The beginning of your college years marks an important life transition in your personal evolution toward adulthood. And you have come to Baruch at an extraordinary moment in time. We have the first African-American President in U.S. history, who is working to pull the country out of the worst economic down-turn since the Great Depression of 1929, which has thrown millions of people out of work. The President is striving to end one war and to find an honorable and secure way to extricate us from another; and he is seeking solutions to profoundly difficult problems such as health care, educational reform, immigration and global climate change. Many of these problems—and especially the last one I mentioned, global climate change, will be with us for decades to come; and they will be challenges with which your generation will have to grapple. So, I also urge you to use your undergraduate years as an opportunity to learn about the history and origins of these and many other important issues and to gain an understanding of why they are so difficult to solve. For some of you, these matters will prove so interesting that you may decide to major in the School of Public Affairs, which can lead to a career like the one I previously had in government and policy studies.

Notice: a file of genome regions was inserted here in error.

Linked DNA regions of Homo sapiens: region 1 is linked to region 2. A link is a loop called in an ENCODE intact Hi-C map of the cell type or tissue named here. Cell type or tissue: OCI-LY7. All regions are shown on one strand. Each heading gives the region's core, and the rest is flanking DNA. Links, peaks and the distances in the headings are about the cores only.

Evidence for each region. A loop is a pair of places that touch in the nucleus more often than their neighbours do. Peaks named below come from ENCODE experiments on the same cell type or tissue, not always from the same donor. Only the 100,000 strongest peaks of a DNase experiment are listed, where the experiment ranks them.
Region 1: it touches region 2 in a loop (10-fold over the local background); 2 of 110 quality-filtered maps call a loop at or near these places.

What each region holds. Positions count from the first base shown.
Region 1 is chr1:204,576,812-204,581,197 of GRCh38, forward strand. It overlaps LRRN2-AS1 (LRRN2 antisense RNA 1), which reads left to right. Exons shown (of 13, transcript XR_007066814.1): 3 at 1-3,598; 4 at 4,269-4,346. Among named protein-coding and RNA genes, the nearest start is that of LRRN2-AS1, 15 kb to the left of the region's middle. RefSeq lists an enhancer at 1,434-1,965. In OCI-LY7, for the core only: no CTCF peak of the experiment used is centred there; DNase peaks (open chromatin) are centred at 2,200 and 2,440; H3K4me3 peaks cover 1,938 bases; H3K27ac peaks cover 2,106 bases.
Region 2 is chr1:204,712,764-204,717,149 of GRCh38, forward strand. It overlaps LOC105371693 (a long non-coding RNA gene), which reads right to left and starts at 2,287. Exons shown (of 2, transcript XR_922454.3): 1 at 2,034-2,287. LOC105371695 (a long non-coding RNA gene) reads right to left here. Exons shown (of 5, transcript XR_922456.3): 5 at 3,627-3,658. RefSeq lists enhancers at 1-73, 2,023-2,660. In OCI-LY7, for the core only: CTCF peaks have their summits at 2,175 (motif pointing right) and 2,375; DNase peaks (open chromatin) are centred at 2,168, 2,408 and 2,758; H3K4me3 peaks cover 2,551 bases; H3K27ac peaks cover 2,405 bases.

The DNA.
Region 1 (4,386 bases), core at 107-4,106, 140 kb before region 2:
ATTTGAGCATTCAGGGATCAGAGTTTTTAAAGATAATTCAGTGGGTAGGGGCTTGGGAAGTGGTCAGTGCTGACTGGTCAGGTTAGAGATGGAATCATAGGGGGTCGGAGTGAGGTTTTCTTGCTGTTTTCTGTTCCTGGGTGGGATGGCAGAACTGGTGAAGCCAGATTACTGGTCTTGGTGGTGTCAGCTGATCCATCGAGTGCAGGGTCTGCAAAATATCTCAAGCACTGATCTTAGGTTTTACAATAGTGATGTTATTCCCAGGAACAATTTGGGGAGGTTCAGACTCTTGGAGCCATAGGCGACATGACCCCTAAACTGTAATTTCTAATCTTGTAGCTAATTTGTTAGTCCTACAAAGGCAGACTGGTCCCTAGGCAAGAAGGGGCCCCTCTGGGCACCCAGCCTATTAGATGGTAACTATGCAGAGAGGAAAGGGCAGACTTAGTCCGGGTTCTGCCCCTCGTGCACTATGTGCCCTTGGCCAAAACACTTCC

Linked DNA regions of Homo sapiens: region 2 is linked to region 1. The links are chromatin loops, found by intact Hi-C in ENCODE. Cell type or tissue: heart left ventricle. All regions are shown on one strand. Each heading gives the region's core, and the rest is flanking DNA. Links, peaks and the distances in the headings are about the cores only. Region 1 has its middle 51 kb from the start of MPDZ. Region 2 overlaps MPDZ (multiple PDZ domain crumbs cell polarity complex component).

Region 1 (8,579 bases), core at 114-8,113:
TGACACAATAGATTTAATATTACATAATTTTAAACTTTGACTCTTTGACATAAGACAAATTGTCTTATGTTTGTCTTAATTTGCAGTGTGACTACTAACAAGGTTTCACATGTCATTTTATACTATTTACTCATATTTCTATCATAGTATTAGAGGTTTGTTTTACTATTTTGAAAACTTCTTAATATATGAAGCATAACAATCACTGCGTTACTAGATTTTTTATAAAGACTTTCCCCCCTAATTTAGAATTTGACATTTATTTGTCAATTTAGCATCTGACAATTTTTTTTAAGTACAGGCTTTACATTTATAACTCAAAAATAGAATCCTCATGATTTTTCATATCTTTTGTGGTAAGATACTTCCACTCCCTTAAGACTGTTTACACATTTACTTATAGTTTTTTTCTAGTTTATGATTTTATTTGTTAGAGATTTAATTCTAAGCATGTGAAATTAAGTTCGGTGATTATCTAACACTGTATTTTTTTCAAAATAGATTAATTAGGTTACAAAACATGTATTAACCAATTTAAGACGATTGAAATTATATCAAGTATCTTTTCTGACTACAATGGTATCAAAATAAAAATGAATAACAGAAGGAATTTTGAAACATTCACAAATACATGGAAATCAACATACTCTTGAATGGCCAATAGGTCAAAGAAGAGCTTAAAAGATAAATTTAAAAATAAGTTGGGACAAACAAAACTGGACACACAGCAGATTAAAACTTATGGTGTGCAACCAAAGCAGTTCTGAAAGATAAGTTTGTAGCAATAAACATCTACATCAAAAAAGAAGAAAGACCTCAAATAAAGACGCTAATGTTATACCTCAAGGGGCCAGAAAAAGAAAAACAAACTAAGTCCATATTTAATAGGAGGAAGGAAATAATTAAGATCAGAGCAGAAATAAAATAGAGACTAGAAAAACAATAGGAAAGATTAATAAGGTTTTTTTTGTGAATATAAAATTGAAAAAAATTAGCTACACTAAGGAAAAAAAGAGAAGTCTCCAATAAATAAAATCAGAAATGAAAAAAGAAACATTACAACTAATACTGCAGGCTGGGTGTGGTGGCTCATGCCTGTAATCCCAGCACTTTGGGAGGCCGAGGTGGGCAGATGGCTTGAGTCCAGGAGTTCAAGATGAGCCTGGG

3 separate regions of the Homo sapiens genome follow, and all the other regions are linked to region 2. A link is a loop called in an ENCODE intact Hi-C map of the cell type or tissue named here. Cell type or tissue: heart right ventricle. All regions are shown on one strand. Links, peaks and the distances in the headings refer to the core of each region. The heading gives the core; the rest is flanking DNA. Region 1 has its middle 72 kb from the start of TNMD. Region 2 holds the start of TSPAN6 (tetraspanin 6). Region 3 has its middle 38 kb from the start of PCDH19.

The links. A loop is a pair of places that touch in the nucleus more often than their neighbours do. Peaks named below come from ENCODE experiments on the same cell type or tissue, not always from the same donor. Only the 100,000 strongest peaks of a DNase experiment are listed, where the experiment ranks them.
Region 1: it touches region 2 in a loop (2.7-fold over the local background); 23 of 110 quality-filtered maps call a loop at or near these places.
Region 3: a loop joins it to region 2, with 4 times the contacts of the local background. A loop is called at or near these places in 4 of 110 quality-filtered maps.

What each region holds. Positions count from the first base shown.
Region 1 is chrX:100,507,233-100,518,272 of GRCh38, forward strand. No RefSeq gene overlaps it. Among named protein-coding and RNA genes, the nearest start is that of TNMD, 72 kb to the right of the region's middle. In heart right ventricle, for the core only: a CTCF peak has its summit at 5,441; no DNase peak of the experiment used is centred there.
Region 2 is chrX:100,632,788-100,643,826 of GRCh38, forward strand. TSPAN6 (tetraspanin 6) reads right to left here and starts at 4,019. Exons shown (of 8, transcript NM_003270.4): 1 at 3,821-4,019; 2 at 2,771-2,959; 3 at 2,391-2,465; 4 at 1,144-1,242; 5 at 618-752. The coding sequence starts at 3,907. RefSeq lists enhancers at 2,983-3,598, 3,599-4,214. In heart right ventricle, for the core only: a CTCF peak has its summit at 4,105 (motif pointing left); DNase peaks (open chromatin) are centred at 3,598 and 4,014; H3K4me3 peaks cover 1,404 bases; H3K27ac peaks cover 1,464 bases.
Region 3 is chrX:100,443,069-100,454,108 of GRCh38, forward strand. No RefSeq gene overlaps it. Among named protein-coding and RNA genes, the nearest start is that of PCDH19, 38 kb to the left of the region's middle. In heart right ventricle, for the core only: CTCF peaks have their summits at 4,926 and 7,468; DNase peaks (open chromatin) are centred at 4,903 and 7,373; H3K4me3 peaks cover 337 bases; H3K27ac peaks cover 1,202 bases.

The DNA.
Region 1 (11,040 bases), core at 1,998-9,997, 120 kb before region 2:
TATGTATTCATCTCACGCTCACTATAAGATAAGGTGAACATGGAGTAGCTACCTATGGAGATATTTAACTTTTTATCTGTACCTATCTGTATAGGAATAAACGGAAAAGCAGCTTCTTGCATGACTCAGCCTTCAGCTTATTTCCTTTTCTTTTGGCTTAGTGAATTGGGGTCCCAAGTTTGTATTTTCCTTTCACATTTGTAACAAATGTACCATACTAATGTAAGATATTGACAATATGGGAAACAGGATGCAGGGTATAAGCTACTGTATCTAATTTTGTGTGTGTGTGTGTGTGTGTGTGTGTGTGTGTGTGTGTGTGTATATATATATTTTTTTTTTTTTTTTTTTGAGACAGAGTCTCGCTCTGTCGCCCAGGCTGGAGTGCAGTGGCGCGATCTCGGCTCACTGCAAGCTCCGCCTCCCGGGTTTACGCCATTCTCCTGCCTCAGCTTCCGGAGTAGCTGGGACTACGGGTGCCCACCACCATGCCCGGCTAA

So, we are glad you are here. The College’s staff and faculty are geared up to help you make the transition to the stimulating and challenging world of higher education. We know that many of you work and, of course, most of you will commute to the College each day. Your lives are already busy, and they are about to get even busier! But you are about to embark on the most exciting adventure of your life. As I mentioned, soon you, too, will become part of the “Baruch story”; and you will join the 100,000 members of the Baruch alumni community throughout the world, who have gone on to build successful careers in business, the arts, sciences, social sciences and public affairs.